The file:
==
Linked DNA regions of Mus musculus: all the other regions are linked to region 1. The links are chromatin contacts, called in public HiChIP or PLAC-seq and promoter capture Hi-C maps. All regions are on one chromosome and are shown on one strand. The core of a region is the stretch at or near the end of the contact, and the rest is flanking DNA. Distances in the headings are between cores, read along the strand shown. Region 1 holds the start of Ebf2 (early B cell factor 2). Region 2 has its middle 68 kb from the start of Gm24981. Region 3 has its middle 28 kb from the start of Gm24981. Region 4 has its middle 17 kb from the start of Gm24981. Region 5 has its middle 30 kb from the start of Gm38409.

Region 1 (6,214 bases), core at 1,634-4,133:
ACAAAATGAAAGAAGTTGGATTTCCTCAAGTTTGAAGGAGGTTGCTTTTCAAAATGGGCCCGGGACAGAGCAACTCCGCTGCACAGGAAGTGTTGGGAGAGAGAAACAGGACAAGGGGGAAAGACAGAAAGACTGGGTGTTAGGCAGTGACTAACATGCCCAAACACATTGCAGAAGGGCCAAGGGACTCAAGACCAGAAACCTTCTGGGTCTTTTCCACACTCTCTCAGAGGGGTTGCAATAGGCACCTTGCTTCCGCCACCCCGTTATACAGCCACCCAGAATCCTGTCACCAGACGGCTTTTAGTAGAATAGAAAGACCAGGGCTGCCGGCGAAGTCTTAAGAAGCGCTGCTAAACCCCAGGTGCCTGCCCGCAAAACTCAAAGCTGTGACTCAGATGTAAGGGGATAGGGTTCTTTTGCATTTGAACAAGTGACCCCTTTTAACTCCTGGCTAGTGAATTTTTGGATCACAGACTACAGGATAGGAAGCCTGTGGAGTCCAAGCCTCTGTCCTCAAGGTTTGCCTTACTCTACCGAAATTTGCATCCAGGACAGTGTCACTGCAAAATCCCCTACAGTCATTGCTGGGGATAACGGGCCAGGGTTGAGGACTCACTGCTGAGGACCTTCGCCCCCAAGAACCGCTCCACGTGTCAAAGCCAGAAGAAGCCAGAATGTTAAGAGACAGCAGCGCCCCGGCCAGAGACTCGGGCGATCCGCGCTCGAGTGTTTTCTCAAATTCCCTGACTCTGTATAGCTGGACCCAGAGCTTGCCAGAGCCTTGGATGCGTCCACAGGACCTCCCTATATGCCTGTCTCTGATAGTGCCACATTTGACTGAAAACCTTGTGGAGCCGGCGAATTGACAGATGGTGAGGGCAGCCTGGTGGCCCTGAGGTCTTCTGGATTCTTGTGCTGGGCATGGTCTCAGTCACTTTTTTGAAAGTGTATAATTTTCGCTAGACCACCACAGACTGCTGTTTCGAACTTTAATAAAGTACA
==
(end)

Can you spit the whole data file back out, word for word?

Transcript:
Linked DNA regions of Mus musculus: all the other regions are linked to region 1. The links are chromatin contacts, called in public HiChIP or PLAC-seq and promoter capture Hi-C maps. All regions are on one chromosome and are shown on one strand. The core of a region is the stretch at or near the end of the contact, and the rest is flanking DNA. Distances in the headings are between cores, read along the strand shown. Region 1 holds the start of Ebf2 (early B cell factor 2). Region 2 has its middle 68 kb from the start of Gm24981. Region 3 has its middle 28 kb from the start of Gm24981. Region 4 has its middle 17 kb from the start of Gm24981. Region 5 has its middle 30 kb from the start of Gm38409.

Region 1 (6,214 bases), core at 1,634-4,133:
ACAAAATGAAAGAAGTTGGATTTCCTCAAGTTTGAAGGAGGTTGCTTTTCAAAATGGGCCCGGGACAGAGCAACTCCGCTGCACAGGAAGTGTTGGGAGAGAGAAACAGGACAAGGGGGAAAGACAGAAAGACTGGGTGTTAGGCAGTGACTAACATGCCCAAACACATTGCAGAAGGGCCAAGGGACTCAAGACCAGAAACCTTCTGGGTCTTTTCCACACTCTCTCAGAGGGGTTGCAATAGGCACCTTGCTTCCGCCACCCCGTTATACAGCCACCCAGAATCCTGTCACCAGACGGCTTTTAGTAGAATAGAAAGACCAGGGCTGCCGGCGAAGTCTTAAGAAGCGCTGCTAAACCCCAGGTGCCTGCCCGCAAAACTCAAAGCTGTGACTCAGATGTAAGGGGATAGGGTTCTTTTGCATTTGAACAAGTGACCCCTTTTAACTCCTGGCTAGTGAATTTTTGGATCACAGACTACAGGATAGGAAGCCTGTGGAGTCCAAGCCTCTGTCCTCAAGGTTTGCCTTACTCTACCGAAATTTGCATCCAGGACAGTGTCACTGCAAAATCCCCTACAGTCATTGCTGGGGATAACGGGCCAGGGTTGAGGACTCACTGCTGAGGACCTTCGCCCCCAAGAACCGCTCCACGTGTCAAAGCCAGAAGAAGCCAGAATGTTAAGAGACAGCAGCGCCCCGGCCAGAGACTCGGGCGATCCGCGCTCGAGTGTTTTCTCAAATTCCCTGACTCTGTATAGCTGGACCCAGAGCTTGCCAGAGCCTTGGATGCGTCCACAGGACCTCCCTATATGCCTGTCTCTGATAGTGCCACATTTGACTGAAAACCTTGTGGAGCCGGCGAATTGACAGATGGTGAGGGCAGCCTGGTGGCCCTGAGGTCTTCTGGATTCTTGTGCTGGGCATGGTCTCAGTCACTTTTTTGAAAGTGTATAATTTTCGCTAGACCACCACAGACTGCTGTTTCGAACTTTAATAAAGTACA